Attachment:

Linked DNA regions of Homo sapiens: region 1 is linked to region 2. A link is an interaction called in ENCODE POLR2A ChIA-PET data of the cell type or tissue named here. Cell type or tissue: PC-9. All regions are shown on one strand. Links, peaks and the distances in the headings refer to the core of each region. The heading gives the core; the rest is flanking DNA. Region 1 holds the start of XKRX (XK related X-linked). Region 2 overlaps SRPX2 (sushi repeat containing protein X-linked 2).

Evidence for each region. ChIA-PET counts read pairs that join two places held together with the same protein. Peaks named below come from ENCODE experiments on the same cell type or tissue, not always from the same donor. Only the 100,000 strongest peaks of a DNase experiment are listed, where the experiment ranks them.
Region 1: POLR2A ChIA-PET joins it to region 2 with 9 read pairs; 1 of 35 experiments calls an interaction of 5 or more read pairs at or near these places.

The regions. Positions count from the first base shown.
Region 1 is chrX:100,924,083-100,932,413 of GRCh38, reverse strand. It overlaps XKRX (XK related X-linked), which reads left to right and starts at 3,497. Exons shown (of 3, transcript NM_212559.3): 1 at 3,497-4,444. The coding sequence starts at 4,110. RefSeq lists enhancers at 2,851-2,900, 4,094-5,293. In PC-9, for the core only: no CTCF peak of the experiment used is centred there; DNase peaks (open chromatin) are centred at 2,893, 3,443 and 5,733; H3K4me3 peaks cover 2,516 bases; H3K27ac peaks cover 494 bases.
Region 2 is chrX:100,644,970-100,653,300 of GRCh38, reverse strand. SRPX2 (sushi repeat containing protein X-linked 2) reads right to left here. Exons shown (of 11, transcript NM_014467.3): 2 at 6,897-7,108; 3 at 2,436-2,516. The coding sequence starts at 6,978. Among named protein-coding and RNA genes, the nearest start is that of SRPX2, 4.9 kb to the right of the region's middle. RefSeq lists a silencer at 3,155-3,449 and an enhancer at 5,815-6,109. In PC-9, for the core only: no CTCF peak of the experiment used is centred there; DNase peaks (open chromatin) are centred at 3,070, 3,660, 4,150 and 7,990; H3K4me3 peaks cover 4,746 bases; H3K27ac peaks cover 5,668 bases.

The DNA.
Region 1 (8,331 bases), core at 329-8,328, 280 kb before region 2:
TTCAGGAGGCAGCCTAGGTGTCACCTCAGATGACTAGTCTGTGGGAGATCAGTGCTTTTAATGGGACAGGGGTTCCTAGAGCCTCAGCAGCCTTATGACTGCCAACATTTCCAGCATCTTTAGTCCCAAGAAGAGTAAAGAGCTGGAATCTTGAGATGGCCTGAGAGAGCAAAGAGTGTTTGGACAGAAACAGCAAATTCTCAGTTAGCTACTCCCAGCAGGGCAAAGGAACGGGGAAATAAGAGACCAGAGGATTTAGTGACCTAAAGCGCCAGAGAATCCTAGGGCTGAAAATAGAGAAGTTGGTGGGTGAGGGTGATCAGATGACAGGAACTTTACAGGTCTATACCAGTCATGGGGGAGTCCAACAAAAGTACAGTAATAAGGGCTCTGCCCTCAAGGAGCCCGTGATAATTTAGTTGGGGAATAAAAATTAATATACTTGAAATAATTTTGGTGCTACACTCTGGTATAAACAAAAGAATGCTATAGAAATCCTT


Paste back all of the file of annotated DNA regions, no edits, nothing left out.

Linked DNA regions of Homo sapiens: region 1 is linked to region 2. A link is an interaction called in ENCODE POLR2A ChIA-PET data of the cell type or tissue named here. Cell type or tissue: PC-9. All regions are shown on one strand. Links, peaks and the distances in the headings refer to the core of each region. The heading gives the core; the rest is flanking DNA. Region 1 holds the start of XKRX (XK related X-linked). Region 2 overlaps SRPX2 (sushi repeat containing protein X-linked 2).

Evidence for each region. ChIA-PET counts read pairs that join two places held together with the same protein. Peaks named below come from ENCODE experiments on the same cell type or tissue, not always from the same donor. Only the 100,000 strongest peaks of a DNase experiment are listed, where the experiment ranks them.
Region 1: POLR2A ChIA-PET joins it to region 2 with 9 read pairs; 1 of 35 experiments calls an interaction of 5 or more read pairs at or near these places.

The regions. Positions count from the first base shown.
Region 1 is chrX:100,924,083-100,932,413 of GRCh38, reverse strand. It overlaps XKRX (XK related X-linked), which reads left to right and starts at 3,497. Exons shown (of 3, transcript NM_212559.3): 1 at 3,497-4,444. The coding sequence starts at 4,110. RefSeq lists enhancers at 2,851-2,900, 4,094-5,293. In PC-9, for the core only: no CTCF peak of the experiment used is centred there; DNase peaks (open chromatin) are centred at 2,893, 3,443 and 5,733; H3K4me3 peaks cover 2,516 bases; H3K27ac peaks cover 494 bases.
Region 2 is chrX:100,644,970-100,653,300 of GRCh38, reverse strand. SRPX2 (sushi repeat containing protein X-linked 2) reads right to left here. Exons shown (of 11, transcript NM_014467.3): 2 at 6,897-7,108; 3 at 2,436-2,516. The coding sequence starts at 6,978. Among named protein-coding and RNA genes, the nearest start is that of SRPX2, 4.9 kb to the right of the region's middle. RefSeq lists a silencer at 3,155-3,449 and an enhancer at 5,815-6,109. In PC-9, for the core only: no CTCF peak of the experiment used is centred there; DNase peaks (open chromatin) are centred at 3,070, 3,660, 4,150 and 7,990; H3K4me3 peaks cover 4,746 bases; H3K27ac peaks cover 5,668 bases.

The DNA.
Region 1 (8,331 bases), core at 329-8,328, 280 kb before region 2:
TTCAGGAGGCAGCCTAGGTGTCACCTCAGATGACTAGTCTGTGGGAGATCAGTGCTTTTAATGGGACAGGGGTTCCTAGAGCCTCAGCAGCCTTATGACTGCCAACATTTCCAGCATCTTTAGTCCCAAGAAGAGTAAAGAGCTGGAATCTTGAGATGGCCTGAGAGAGCAAAGAGTGTTTGGACAGAAACAGCAAATTCTCAGTTAGCTACTCCCAGCAGGGCAAAGGAACGGGGAAATAAGAGACCAGAGGATTTAGTGACCTAAAGCGCCAGAGAATCCTAGGGCTGAAAATAGAGAAGTTGGTGGGTGAGGGTGATCAGATGACAGGAACTTTACAGGTCTATACCAGTCATGGGGGAGTCCAACAAAAGTACAGTAATAAGGGCTCTGCCCTCAAGGAGCCCGTGATAATTTAGTTGGGGAATAAAAATTAATATACTTGAAATAATTTTGGTGCTACACTCTGGTATAAACAAAAGAATGCTATAGAAATCCTT